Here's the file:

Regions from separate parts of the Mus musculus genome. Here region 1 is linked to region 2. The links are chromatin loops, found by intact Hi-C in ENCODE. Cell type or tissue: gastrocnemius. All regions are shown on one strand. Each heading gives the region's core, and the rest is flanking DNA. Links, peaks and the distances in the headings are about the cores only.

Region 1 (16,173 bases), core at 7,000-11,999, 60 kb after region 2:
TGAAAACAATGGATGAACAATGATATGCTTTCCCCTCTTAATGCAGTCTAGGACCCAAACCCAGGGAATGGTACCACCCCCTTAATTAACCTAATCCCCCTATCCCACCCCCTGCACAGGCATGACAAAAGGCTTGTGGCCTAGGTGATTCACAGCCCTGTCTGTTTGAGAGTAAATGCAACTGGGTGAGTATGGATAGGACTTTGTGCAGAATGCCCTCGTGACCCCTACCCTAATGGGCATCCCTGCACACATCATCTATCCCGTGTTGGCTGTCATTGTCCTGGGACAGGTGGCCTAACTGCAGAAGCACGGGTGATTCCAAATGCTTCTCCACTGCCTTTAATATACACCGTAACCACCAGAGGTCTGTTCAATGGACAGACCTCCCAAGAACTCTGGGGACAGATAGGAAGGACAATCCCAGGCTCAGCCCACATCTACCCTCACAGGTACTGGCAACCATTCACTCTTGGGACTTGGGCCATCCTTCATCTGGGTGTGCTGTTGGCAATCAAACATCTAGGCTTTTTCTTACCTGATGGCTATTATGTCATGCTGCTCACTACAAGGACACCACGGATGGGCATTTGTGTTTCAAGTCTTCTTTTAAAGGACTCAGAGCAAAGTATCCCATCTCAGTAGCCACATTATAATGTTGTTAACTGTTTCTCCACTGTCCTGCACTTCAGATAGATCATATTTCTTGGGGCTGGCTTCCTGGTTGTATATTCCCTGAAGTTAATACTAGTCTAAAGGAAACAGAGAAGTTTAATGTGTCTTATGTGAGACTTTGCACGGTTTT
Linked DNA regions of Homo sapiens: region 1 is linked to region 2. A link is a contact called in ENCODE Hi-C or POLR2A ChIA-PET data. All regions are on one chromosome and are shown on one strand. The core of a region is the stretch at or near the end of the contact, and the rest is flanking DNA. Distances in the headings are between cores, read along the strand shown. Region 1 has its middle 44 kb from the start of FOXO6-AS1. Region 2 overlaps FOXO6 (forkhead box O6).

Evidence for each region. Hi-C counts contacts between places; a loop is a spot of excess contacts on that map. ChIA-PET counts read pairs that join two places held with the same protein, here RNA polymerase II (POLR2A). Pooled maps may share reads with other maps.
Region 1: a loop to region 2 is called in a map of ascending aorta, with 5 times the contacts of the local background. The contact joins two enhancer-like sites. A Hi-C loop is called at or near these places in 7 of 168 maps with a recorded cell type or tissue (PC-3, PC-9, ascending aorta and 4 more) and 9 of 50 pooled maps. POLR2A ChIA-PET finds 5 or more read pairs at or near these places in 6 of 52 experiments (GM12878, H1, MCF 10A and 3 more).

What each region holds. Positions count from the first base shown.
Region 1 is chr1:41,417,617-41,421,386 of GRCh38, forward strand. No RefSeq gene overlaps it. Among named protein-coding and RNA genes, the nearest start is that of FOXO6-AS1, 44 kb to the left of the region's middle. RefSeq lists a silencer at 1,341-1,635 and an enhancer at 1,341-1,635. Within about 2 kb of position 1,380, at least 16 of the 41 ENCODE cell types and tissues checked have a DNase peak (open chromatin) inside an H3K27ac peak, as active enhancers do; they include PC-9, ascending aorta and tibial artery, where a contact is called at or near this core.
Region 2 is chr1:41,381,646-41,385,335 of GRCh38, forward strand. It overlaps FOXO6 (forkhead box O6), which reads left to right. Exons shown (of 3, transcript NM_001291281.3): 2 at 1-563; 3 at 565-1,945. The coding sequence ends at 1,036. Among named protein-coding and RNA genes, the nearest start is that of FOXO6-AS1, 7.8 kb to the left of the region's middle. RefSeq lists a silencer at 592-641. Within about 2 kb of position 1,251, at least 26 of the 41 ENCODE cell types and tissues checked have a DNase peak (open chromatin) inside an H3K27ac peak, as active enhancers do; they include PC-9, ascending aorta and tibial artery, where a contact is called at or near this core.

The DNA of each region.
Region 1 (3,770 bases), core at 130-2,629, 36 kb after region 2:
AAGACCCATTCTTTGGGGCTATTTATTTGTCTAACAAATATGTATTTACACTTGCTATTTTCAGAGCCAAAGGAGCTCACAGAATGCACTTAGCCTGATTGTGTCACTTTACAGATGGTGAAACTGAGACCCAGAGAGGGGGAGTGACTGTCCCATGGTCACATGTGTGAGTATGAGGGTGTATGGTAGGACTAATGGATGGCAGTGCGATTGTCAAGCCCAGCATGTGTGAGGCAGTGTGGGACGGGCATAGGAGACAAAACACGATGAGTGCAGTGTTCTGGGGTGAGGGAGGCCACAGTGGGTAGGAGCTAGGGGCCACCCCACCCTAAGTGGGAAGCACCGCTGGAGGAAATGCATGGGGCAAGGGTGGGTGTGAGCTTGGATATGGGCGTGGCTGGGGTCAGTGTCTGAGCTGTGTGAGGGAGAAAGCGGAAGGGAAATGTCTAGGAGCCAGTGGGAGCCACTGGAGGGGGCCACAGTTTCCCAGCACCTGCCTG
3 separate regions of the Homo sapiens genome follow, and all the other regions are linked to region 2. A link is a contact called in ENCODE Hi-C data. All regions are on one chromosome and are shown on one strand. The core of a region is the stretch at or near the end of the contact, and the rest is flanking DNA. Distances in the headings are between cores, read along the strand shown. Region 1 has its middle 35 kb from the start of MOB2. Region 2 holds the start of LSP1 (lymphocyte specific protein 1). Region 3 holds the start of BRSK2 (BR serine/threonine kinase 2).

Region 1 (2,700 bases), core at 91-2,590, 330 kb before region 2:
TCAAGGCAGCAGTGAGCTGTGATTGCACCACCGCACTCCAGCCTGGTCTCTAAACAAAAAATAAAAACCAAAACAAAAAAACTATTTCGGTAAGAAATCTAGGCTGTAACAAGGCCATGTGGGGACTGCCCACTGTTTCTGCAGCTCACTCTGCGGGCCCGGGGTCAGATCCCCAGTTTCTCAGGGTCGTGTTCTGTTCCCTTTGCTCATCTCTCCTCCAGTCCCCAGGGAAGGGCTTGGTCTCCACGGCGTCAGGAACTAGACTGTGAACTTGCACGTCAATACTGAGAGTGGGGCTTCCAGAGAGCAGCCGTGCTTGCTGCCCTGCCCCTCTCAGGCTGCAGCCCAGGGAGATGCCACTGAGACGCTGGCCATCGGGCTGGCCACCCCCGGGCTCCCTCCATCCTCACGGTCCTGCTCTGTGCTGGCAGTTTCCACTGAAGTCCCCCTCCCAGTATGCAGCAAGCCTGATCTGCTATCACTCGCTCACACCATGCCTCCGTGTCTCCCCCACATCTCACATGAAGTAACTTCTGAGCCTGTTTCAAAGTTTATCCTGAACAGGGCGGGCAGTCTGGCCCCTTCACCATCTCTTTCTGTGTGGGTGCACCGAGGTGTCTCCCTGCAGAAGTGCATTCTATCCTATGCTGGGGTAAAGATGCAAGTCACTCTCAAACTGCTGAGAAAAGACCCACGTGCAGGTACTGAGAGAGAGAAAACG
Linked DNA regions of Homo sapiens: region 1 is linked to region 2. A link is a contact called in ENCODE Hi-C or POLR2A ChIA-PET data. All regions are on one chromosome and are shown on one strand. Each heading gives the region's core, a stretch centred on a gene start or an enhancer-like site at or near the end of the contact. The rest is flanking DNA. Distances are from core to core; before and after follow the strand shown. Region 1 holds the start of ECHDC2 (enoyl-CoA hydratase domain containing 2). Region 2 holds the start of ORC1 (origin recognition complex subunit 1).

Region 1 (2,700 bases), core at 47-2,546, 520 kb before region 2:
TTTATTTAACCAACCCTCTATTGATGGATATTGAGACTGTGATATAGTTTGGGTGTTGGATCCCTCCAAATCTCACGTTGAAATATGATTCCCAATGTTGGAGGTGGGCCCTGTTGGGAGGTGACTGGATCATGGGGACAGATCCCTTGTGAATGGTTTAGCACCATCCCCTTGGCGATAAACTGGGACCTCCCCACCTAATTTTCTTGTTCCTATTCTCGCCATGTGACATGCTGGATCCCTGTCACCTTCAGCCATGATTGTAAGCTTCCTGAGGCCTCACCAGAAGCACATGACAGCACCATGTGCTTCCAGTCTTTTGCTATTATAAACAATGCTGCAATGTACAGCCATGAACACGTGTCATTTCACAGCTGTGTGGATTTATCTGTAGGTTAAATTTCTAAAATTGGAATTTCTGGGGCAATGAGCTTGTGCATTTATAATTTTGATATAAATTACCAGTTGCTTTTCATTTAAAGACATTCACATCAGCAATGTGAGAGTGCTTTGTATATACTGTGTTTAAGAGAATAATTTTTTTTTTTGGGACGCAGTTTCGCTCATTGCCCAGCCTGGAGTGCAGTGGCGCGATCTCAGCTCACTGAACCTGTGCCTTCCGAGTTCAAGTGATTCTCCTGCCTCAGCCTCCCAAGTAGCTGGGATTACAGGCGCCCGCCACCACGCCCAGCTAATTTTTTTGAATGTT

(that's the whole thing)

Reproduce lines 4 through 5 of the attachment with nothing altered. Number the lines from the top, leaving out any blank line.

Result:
Linked DNA regions of Homo sapiens: region 1 is linked to region 2. A link is a contact called in ENCODE Hi-C or POLR2A ChIA-PET data. All regions are on one chromosome and are shown on one strand. The core of a region is the stretch at or near the end of the contact, and the rest is flanking DNA. Distances in the headings are between cores, read along the strand shown. Region 1 has its middle 44 kb from the start of FOXO6-AS1. Region 2 overlaps FOXO6 (forkhead box O6).

Evidence for each region. Hi-C counts contacts between places; a loop is a spot of excess contacts on that map. ChIA-PET counts read pairs that join two places held with the same protein, here RNA polymerase II (POLR2A). Pooled maps may share reads with other maps.